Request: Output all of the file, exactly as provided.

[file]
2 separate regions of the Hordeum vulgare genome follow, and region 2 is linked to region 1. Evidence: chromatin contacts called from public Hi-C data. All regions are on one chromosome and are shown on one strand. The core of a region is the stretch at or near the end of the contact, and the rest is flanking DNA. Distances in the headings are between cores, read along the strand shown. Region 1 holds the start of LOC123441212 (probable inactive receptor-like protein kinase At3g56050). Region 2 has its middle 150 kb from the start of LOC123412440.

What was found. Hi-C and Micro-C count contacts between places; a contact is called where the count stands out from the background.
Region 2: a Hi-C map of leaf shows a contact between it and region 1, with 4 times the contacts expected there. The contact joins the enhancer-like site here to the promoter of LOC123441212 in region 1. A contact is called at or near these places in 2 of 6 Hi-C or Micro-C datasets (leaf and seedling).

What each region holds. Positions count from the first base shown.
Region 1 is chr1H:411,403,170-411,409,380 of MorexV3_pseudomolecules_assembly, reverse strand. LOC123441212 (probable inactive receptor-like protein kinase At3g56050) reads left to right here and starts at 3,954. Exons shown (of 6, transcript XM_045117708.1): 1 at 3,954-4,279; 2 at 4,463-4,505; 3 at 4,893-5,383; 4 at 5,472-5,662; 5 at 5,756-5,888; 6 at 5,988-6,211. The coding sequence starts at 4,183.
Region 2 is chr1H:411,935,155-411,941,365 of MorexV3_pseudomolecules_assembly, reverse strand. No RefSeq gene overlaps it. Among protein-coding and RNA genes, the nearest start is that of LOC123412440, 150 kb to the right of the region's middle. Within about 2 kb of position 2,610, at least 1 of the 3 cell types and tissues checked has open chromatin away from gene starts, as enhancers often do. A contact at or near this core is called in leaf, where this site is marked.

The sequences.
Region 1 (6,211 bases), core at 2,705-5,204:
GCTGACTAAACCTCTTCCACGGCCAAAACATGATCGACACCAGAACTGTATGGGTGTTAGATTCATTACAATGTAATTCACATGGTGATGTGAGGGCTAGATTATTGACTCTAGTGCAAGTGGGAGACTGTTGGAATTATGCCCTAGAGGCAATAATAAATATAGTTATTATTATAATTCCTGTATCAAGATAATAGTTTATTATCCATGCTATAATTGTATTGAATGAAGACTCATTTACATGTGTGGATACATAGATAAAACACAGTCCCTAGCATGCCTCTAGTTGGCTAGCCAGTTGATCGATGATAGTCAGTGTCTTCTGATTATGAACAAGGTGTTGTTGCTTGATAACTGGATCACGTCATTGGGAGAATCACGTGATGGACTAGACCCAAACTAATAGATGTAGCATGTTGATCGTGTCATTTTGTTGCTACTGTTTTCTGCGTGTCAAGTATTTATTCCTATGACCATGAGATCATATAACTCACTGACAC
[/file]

2 separate regions of the Hordeum vulgare genome follow, and region 2 is linked to region 1. Evidence: chromatin contacts called from public Hi-C data. All regions are on one chromosome and are shown on one strand. The core of a region is the stretch at or near the end of the contact, and the rest is flanking DNA. Distances in the headings are between cores, read along the strand shown. Region 1 holds the start of LOC123441212 (probable inactive receptor-like protein kinase At3g56050). Region 2 has its middle 150 kb from the start of LOC123412440.

What was found. Hi-C and Micro-C count contacts between places; a contact is called where the count stands out from the background.
Region 2: a Hi-C map of leaf shows a contact between it and region 1, with 4 times the contacts expected there. The contact joins the enhancer-like site here to the promoter of LOC123441212 in region 1. A contact is called at or near these places in 2 of 6 Hi-C or Micro-C datasets (leaf and seedling).

What each region holds. Positions count from the first base shown.
Region 1 is chr1H:411,403,170-411,409,380 of MorexV3_pseudomolecules_assembly, reverse strand. LOC123441212 (probable inactive receptor-like protein kinase At3g56050) reads left to right here and starts at 3,954. Exons shown (of 6, transcript XM_045117708.1): 1 at 3,954-4,279; 2 at 4,463-4,505; 3 at 4,893-5,383; 4 at 5,472-5,662; 5 at 5,756-5,888; 6 at 5,988-6,211. The coding sequence starts at 4,183.
Region 2 is chr1H:411,935,155-411,941,365 of MorexV3_pseudomolecules_assembly, reverse strand. No RefSeq gene overlaps it. Among protein-coding and RNA genes, the nearest start is that of LOC123412440, 150 kb to the right of the region's middle. Within about 2 kb of position 2,610, at least 1 of the 3 cell types and tissues checked has open chromatin away from gene starts, as enhancers often do. A contact at or near this core is called in leaf, where this site is marked.

The sequences.
Region 1 (6,211 bases), core at 2,705-5,204:
GCTGACTAAACCTCTTCCACGGCCAAAACATGATCGACACCAGAACTGTATGGGTGTTAGATTCATTACAATGTAATTCACATGGTGATGTGAGGGCTAGATTATTGACTCTAGTGCAAGTGGGAGACTGTTGGAATTATGCCCTAGAGGCAATAATAAATATAGTTATTATTATAATTCCTGTATCAAGATAATAGTTTATTATCCATGCTATAATTGTATTGAATGAAGACTCATTTACATGTGTGGATACATAGATAAAACACAGTCCCTAGCATGCCTCTAGTTGGCTAGCCAGTTGATCGATGATAGTCAGTGTCTTCTGATTATGAACAAGGTGTTGTTGCTTGATAACTGGATCACGTCATTGGGAGAATCACGTGATGGACTAGACCCAAACTAATAGATGTAGCATGTTGATCGTGTCATTTTGTTGCTACTGTTTTCTGCGTGTCAAGTATTTATTCCTATGACCATGAGATCATATAACTCACTGACAC